Deaf California football team draws national attention
FREMONT, Calif. — On their way to a 10-2 record, the boys on the Eagles football team in Fremont overcame a pile of obstacles.
They mustered just 19 players from their high school, so few that some of them regularly had to play both offense and defense. Not one of those players weighed as much as 200 pounds, putting the team regularly at a size disadvantage.
But the most obvious obstacle is one the Eagles insist hindered them not at all: Each of the players — and the head coach — is deaf.
Representing the California School for the Deaf, the Eagles just concluded their best season ever, capturing a North Central II/Bay League title competing against teams with no such disadvantages.
Tuesday, they will learn whether they will receive a special citation and a $25,000 grant at Sports Illustrated’s Sportsman of the Year ceremony; the Eagles are one of 10 teams nationwide vying for that honor. According to Deaf Digest Sports, the team is the national champion in its class among deaf high schools.
Sports Illustrated this season featured CSD in “Underdogs,” an online video series that focused on 10 high school football teams battling major challenges. The undersized Eagles squad, led by quarterback Carlos Lopez and running back Brian Freeman, filled their football season with glory by transforming perceived negatives into positives.
“Some might call us disabled, but that can be extra motivation for us,” said Lopez, clad in jeans, a sweatshirt and a belt that reads, “I love haters.” He added: “Some of us might feel hurt or angry, but when it comes time to play the game, we prove them wrong and we earn their respect.”
First, they outwitted bigger teams by using their speed, Lopez said. Fueled by the bold creativity of head coach Warren Keller, they exhausted opponents by running a no-huddle offense. Keller used large color-coded boards — like the highly ranked University of Oregon team does — and American Sign Language to call and communicate plays during games.
“Our goal is to get off a play within seven seconds after a referee spots the ball,” said Keller, who grew up in Chicago and played quarterback as a teenager for New Mexico School for the Deaf. “We try to get off so many snaps that it’s like playing two games in one day.”
The quick-strike strategy worked. The Eagles set a single-season record for wins and racked up 349 points in 11 contests (one victory was a forfeit), averaging about 32 points a game.
Another key to their success is the bond teammates forged while adhering to Keller’s “Hard Work Philosophy,” which demands that players always move fast during practice, work hard in all aspects of life and respect everyone, especially each other.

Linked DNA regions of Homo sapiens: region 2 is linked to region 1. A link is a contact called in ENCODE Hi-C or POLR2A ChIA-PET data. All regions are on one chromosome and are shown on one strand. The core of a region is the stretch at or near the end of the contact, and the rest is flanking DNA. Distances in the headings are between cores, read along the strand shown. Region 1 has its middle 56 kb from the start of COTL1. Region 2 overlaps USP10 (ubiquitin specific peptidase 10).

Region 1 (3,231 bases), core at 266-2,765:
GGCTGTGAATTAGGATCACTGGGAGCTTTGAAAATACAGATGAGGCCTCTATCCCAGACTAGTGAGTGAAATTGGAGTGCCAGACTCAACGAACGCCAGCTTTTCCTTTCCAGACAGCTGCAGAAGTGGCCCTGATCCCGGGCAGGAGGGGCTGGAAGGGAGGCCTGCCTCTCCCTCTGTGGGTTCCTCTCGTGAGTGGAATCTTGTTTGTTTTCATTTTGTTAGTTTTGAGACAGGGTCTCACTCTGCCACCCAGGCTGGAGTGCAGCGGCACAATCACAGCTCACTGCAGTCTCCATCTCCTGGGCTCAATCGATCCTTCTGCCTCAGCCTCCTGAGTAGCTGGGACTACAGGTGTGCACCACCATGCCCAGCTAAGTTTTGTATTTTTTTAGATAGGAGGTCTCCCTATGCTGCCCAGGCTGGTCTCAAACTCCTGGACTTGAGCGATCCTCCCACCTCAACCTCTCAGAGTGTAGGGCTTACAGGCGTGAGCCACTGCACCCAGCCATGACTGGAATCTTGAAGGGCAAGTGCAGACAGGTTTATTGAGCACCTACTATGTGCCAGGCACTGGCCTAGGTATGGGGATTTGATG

The team’s chemistry and offensive dominance helped them capture their first league title since 2002, and their second since 1991, when Gil Lentz Jr. was head coach. Lentz Jr. was quarterback of another CSD league-winning team in 1974. Lentz’s son, Ryan Lentz, is now a 26-year-old CSD employee who helps coach the Eagles’ middle school football team.
“Anytime the School for the Deaf takes the field, it proves to the world that being deaf is not a disability, it’s just a speed bump,” Lentz said. “It proves no matter how high or wide the obstacle is, it’s not one that somebody can’t overcome.”
Still, being the league’s only deaf team poses its challenges.
Keller, 26, cannot readily communicate with referees, which shuts him out of the time-honored coach’s ploy of chewing a ref’s ear. Also, some referees will confuse a player’s wordless demeanor with bad body language and mistakenly think he’s acting negatively toward them, said Keller, a Pleasanton, Calif., resident.
But besides those nuances, “we don’t do anything different than any other program,” he said. “We haven’t faced one opponent where we’re at a disadvantage.”
Opposing coaches, such as Gary Galloway of Petaluma’s St. Vincent de Paul, agree with Keller. In fact, Galloway sees an advantage for the Eagles.
“They’re one of the most disciplined teams we play,” he said. “It might be because of the focus they have to have (as deaf players). It was amazing to see how excited they were to play the game.”
Founded in Berkeley in 1860, the California School for the Deaf moved to Fremont in the late 1970s. Its 426 K-12 students attend classes on the campus situated between Central Park, Walnut Avenue and Mission Boulevard, where there are more similarities to other schools than differences. The school gymnasium hallway includes a glass-encased trophy room that showcases the Eagles’ rich sports history, which dates back more than a century. A recent inductee into the school’s Hall of Fame was James Baker, an Eagles baseball standout who played in 1905.
The gym’s hallway walls are covered with several signs that read: “There is no shortcut to success,” and “There is no ‘I’ on an Eagles team!”
As head coach, Keller leaned on those slogans and his “Hard Work Philosophy” to boost his players’ spirits after a heartbreaking playoff loss Nov. 17 to St. Vincent de Paul. The Eagles were defeated 13-12 on a last-minute touchdown, losing the chance to advance to the CIF North Coast Section Division V championship game.
Not even that can diminish the accomplishments of the California School for the Deaf’s greatest season ever, Keller said.
“After the game, I told them to keep using the ‘Hard Work Philosophy’ for their following sports and for the rest of their lives,” he said. “And they will do just fine.”